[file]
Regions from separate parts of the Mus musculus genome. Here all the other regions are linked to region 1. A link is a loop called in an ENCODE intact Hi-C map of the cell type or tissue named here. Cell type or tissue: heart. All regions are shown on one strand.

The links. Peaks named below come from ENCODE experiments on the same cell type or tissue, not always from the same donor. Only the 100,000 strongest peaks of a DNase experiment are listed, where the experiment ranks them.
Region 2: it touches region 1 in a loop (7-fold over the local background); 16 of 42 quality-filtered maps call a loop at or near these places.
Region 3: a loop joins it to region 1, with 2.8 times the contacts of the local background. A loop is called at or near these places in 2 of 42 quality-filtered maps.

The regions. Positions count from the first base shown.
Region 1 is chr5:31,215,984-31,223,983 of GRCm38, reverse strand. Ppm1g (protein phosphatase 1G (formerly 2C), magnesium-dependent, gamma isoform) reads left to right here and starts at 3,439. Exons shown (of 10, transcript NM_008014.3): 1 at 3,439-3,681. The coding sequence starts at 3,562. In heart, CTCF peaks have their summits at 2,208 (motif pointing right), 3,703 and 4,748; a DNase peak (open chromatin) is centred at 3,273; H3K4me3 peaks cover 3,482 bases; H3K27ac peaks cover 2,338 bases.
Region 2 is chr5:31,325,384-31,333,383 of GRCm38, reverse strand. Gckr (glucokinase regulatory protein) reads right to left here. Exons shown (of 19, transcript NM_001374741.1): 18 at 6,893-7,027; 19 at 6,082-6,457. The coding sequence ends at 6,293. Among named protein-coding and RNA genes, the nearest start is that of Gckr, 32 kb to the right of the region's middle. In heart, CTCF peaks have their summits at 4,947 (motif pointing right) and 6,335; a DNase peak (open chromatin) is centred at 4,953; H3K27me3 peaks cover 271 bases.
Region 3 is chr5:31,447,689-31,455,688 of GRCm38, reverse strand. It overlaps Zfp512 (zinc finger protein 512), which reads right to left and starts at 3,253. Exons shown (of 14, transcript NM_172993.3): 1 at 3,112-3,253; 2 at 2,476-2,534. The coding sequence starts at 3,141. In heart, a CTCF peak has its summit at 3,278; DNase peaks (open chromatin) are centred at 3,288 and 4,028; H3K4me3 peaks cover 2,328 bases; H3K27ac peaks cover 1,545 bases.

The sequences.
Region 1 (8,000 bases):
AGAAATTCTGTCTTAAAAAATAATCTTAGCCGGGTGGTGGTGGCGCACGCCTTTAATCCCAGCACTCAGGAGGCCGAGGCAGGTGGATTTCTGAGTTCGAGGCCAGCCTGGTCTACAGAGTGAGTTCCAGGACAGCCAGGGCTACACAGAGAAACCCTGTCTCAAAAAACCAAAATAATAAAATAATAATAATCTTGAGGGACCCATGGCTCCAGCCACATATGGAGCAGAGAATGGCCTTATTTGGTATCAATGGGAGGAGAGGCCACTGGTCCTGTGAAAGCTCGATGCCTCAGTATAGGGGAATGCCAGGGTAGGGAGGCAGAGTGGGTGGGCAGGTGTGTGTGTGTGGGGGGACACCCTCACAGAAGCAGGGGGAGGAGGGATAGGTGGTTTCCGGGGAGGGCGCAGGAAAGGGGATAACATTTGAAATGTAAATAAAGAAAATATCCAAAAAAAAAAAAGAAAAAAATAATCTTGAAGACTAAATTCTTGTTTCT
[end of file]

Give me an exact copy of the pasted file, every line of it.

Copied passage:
Regions from separate parts of the Mus musculus genome. Here all the other regions are linked to region 1. A link is a loop called in an ENCODE intact Hi-C map of the cell type or tissue named here. Cell type or tissue: heart. All regions are shown on one strand.

The links. Peaks named below come from ENCODE experiments on the same cell type or tissue, not always from the same donor. Only the 100,000 strongest peaks of a DNase experiment are listed, where the experiment ranks them.
Region 2: it touches region 1 in a loop (7-fold over the local background); 16 of 42 quality-filtered maps call a loop at or near these places.
Region 3: a loop joins it to region 1, with 2.8 times the contacts of the local background. A loop is called at or near these places in 2 of 42 quality-filtered maps.

The regions. Positions count from the first base shown.
Region 1 is chr5:31,215,984-31,223,983 of GRCm38, reverse strand. Ppm1g (protein phosphatase 1G (formerly 2C), magnesium-dependent, gamma isoform) reads left to right here and starts at 3,439. Exons shown (of 10, transcript NM_008014.3): 1 at 3,439-3,681. The coding sequence starts at 3,562. In heart, CTCF peaks have their summits at 2,208 (motif pointing right), 3,703 and 4,748; a DNase peak (open chromatin) is centred at 3,273; H3K4me3 peaks cover 3,482 bases; H3K27ac peaks cover 2,338 bases.
Region 2 is chr5:31,325,384-31,333,383 of GRCm38, reverse strand. Gckr (glucokinase regulatory protein) reads right to left here. Exons shown (of 19, transcript NM_001374741.1): 18 at 6,893-7,027; 19 at 6,082-6,457. The coding sequence ends at 6,293. Among named protein-coding and RNA genes, the nearest start is that of Gckr, 32 kb to the right of the region's middle. In heart, CTCF peaks have their summits at 4,947 (motif pointing right) and 6,335; a DNase peak (open chromatin) is centred at 4,953; H3K27me3 peaks cover 271 bases.
Region 3 is chr5:31,447,689-31,455,688 of GRCm38, reverse strand. It overlaps Zfp512 (zinc finger protein 512), which reads right to left and starts at 3,253. Exons shown (of 14, transcript NM_172993.3): 1 at 3,112-3,253; 2 at 2,476-2,534. The coding sequence starts at 3,141. In heart, a CTCF peak has its summit at 3,278; DNase peaks (open chromatin) are centred at 3,288 and 4,028; H3K4me3 peaks cover 2,328 bases; H3K27ac peaks cover 1,545 bases.

The sequences.
Region 1 (8,000 bases):
AGAAATTCTGTCTTAAAAAATAATCTTAGCCGGGTGGTGGTGGCGCACGCCTTTAATCCCAGCACTCAGGAGGCCGAGGCAGGTGGATTTCTGAGTTCGAGGCCAGCCTGGTCTACAGAGTGAGTTCCAGGACAGCCAGGGCTACACAGAGAAACCCTGTCTCAAAAAACCAAAATAATAAAATAATAATAATCTTGAGGGACCCATGGCTCCAGCCACATATGGAGCAGAGAATGGCCTTATTTGGTATCAATGGGAGGAGAGGCCACTGGTCCTGTGAAAGCTCGATGCCTCAGTATAGGGGAATGCCAGGGTAGGGAGGCAGAGTGGGTGGGCAGGTGTGTGTGTGTGGGGGGACACCCTCACAGAAGCAGGGGGAGGAGGGATAGGTGGTTTCCGGGGAGGGCGCAGGAAAGGGGATAACATTTGAAATGTAAATAAAGAAAATATCCAAAAAAAAAAAAGAAAAAAATAATCTTGAAGACTAAATTCTTGTTTCT